August 27, 2016
By Silver Krieger
New York, NY – Allen Wright, Director of Industry Advancement at the International Union of Operating Engineers, Local 14-14B, has a long history of leadership at the union, and was just nominated for the Heroes of Labor Award. LaborPress spoke with him about his accomplishments, and what led up to the nomination.
“I started in 1993 in the Local 14 Apprenticeship Program, where I learned all about heavy equipment operation, and graduated in 1995,” he says. “I worked in all aspects of the construction industry – foundation, heavy construction, building construction, and bridge and highway repair, among others. At the same time I was an instructor at the training school, from 1996 until 2006.” He continued to work in the field, and started working as a Master Mechanic. In this capacity he was employed at the World Trade Center Hub Project, where he managed heavy equipment operations.
In 2013 he became Director of Industry Advancement. He says that important parts of his job include working with local and state politicians, and engaging in community outreach. “Finding new ways to increase Local 14’s footprint,” he says, “is key.” It is also one of his favorite parts of the job. “Making people aware of what we do, and letting people know that we are there for them,” gives him a great amount of satisfaction.
He himself comes from a union family, which adds to the good feeling of spreading the news. His mother is a member of the United Federation of Teachers, and his father is a member District Council of Carpenters Local 1536. Hailing from Brooklyn, he describes himself as an “inner-city” kid, and now finds ways to give back to young people from similar backgrounds. “For example,” he says, “a high-school kind, looking to get into a career. I let them know great things about the job, like the fact that you meet so many interesting people, and get to know all parts of the city. When you do construction, you get sent all over the place. There are so many things about this city I would never have known without this job. As a matter of fact, I just recently went back to my old high-school and spoke to the kids there about it.” When he tells teenagers about opportunities available to them, he sets an example, he adds. “When they see you in front of them, it has an impact unlike anything else. I tell them I went to college and the Apprenticeship Program at the same time. I also stress that I chose this career, that it isn’t a fallback profession, it’s something worth pursuing.”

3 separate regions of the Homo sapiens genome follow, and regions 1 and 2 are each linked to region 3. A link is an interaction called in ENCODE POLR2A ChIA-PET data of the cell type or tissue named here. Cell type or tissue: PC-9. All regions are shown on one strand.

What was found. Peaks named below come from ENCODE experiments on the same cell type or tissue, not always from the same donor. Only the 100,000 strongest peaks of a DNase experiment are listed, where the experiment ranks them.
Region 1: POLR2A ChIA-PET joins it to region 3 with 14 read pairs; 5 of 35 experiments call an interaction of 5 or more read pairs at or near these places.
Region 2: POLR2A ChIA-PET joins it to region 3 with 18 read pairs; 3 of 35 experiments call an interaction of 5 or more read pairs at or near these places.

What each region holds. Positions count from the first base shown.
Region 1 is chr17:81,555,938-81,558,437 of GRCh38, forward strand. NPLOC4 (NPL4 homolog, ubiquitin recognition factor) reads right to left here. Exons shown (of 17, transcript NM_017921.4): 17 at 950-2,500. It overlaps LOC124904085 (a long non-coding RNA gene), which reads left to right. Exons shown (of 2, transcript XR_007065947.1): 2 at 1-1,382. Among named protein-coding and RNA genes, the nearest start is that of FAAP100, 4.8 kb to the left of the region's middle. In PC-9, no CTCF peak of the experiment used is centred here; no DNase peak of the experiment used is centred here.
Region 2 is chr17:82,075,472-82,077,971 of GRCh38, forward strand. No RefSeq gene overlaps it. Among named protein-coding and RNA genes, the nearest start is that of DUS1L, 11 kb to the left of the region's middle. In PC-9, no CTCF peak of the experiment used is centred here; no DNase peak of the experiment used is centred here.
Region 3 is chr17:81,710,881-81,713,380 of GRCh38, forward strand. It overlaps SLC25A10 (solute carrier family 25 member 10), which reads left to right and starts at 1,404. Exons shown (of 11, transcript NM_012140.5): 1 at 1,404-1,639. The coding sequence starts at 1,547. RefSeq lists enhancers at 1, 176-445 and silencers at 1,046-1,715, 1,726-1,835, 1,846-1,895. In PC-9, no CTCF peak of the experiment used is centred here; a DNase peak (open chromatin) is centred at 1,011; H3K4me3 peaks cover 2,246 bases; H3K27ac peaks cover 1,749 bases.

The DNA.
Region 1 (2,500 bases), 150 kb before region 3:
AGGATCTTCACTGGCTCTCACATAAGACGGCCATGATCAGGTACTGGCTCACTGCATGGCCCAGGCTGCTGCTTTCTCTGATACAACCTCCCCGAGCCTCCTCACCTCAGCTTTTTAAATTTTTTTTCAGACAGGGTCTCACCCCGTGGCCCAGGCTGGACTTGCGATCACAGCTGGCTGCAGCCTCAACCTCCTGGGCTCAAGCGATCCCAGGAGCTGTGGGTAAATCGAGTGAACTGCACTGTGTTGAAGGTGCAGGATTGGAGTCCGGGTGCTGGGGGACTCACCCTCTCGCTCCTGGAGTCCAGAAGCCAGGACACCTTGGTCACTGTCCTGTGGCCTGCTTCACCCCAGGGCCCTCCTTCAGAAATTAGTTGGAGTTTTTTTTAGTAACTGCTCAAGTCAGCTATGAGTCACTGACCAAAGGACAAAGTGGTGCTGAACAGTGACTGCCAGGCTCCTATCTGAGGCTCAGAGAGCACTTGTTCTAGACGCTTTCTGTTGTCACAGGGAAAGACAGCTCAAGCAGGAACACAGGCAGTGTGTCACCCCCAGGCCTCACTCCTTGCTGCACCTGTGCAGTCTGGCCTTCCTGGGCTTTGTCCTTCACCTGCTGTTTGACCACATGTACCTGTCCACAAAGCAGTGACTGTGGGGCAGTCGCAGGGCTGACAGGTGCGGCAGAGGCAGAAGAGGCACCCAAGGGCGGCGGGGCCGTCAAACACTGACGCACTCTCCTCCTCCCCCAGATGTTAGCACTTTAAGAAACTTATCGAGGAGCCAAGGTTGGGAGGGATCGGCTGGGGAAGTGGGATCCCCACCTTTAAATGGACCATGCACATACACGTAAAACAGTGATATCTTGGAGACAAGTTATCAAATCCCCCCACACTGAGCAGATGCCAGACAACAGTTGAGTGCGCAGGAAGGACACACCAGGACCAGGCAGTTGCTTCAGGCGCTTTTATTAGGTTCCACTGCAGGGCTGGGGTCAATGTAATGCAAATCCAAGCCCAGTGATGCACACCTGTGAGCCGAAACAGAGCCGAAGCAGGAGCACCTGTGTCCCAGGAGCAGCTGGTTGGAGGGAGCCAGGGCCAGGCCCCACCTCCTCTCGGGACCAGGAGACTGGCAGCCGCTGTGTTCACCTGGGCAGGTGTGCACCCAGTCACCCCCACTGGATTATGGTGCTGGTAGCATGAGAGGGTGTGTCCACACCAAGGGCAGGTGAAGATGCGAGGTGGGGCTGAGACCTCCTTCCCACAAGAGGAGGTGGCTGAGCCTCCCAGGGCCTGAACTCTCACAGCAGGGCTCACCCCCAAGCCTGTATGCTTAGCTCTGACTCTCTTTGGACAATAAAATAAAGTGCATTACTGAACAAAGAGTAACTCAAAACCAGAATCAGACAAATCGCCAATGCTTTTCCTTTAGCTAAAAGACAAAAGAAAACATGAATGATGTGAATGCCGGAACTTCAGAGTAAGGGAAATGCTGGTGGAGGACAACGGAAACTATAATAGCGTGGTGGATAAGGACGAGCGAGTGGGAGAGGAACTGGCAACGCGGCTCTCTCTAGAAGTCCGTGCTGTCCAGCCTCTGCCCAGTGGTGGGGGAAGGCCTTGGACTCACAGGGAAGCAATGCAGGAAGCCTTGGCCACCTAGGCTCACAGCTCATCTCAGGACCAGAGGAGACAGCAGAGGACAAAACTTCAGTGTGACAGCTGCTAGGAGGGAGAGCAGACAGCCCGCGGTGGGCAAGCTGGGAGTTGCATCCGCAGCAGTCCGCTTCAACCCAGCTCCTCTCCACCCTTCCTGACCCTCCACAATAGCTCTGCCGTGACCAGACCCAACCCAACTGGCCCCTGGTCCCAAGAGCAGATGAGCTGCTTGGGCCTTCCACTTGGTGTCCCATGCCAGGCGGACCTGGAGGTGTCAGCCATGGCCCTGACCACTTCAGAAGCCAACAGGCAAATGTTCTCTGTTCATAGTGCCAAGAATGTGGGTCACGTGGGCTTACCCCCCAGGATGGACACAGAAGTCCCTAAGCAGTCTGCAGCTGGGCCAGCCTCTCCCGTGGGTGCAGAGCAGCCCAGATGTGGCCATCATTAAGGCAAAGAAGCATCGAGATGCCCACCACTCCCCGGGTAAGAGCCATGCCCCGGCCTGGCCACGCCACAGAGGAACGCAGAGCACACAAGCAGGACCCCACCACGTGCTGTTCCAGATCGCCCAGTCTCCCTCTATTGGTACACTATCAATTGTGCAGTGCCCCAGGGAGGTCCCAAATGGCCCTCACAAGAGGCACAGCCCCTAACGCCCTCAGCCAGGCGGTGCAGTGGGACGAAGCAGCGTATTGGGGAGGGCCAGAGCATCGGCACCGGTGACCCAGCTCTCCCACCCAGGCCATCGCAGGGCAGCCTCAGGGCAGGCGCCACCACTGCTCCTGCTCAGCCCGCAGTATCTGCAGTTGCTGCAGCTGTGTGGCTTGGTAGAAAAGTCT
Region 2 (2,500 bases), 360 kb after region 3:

Mr. Wright also participates in grassroots programs such as A Voteless People is a Hopeless People, Youth Step USA, and Big Brothers Big Sisters.
He is nominated for the Heroes of Labor Award for all his work within I.U.O.E. Local 14-14B, and his efforts and leadership in expanding Local 14’s footprint throughout the industry and within communities throughout the City.
On the nomination, Mr. Wright says, “I don’t feel like I’ve done anything out of the ordinary. My uncle, when I was a kid, once said to me, ‘Here’s a jar with change in it. If you keep taking, without putting back, eventually there’ll be nothing there for you, or for anyone else.’ So I’ve kept that in mind. Just don’t be a taker.”